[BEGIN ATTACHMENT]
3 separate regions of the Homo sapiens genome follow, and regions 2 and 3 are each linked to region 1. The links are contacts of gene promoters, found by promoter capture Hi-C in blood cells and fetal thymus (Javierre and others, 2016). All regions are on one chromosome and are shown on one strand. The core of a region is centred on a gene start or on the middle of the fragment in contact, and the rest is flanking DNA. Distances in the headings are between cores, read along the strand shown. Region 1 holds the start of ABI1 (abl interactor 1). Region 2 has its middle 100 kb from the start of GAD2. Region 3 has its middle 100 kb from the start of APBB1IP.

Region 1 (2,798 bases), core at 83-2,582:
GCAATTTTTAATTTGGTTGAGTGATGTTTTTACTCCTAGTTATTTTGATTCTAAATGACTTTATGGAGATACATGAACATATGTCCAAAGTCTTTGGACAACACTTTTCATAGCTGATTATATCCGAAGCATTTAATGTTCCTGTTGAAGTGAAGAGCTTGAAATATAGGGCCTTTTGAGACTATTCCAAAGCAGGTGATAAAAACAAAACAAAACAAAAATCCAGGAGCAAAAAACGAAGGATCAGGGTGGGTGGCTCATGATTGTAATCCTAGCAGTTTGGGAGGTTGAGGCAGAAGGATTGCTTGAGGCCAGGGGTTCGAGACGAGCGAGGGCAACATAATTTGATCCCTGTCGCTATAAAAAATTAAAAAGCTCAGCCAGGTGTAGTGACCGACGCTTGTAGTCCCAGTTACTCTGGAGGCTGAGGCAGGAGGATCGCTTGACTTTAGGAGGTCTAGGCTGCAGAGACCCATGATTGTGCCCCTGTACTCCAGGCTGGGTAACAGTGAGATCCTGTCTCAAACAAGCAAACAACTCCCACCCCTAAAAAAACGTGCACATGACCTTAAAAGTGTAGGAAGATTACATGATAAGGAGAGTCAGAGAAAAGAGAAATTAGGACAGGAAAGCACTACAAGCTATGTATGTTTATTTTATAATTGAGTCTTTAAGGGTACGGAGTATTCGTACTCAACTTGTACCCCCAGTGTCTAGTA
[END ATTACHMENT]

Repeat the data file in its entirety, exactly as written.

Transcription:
3 separate regions of the Homo sapiens genome follow, and regions 2 and 3 are each linked to region 1. The links are contacts of gene promoters, found by promoter capture Hi-C in blood cells and fetal thymus (Javierre and others, 2016). All regions are on one chromosome and are shown on one strand. The core of a region is centred on a gene start or on the middle of the fragment in contact, and the rest is flanking DNA. Distances in the headings are between cores, read along the strand shown. Region 1 holds the start of ABI1 (abl interactor 1). Region 2 has its middle 100 kb from the start of GAD2. Region 3 has its middle 100 kb from the start of APBB1IP.

Region 1 (2,798 bases), core at 83-2,582:
GCAATTTTTAATTTGGTTGAGTGATGTTTTTACTCCTAGTTATTTTGATTCTAAATGACTTTATGGAGATACATGAACATATGTCCAAAGTCTTTGGACAACACTTTTCATAGCTGATTATATCCGAAGCATTTAATGTTCCTGTTGAAGTGAAGAGCTTGAAATATAGGGCCTTTTGAGACTATTCCAAAGCAGGTGATAAAAACAAAACAAAACAAAAATCCAGGAGCAAAAAACGAAGGATCAGGGTGGGTGGCTCATGATTGTAATCCTAGCAGTTTGGGAGGTTGAGGCAGAAGGATTGCTTGAGGCCAGGGGTTCGAGACGAGCGAGGGCAACATAATTTGATCCCTGTCGCTATAAAAAATTAAAAAGCTCAGCCAGGTGTAGTGACCGACGCTTGTAGTCCCAGTTACTCTGGAGGCTGAGGCAGGAGGATCGCTTGACTTTAGGAGGTCTAGGCTGCAGAGACCCATGATTGTGCCCCTGTACTCCAGGCTGGGTAACAGTGAGATCCTGTCTCAAACAAGCAAACAACTCCCACCCCTAAAAAAACGTGCACATGACCTTAAAAGTGTAGGAAGATTACATGATAAGGAGAGTCAGAGAAAAGAGAAATTAGGACAGGAAAGCACTACAAGCTATGTATGTTTATTTTATAATTGAGTCTTTAAGGGTACGGAGTATTCGTACTCAACTTGTACCCCCAGTGTCTAGTA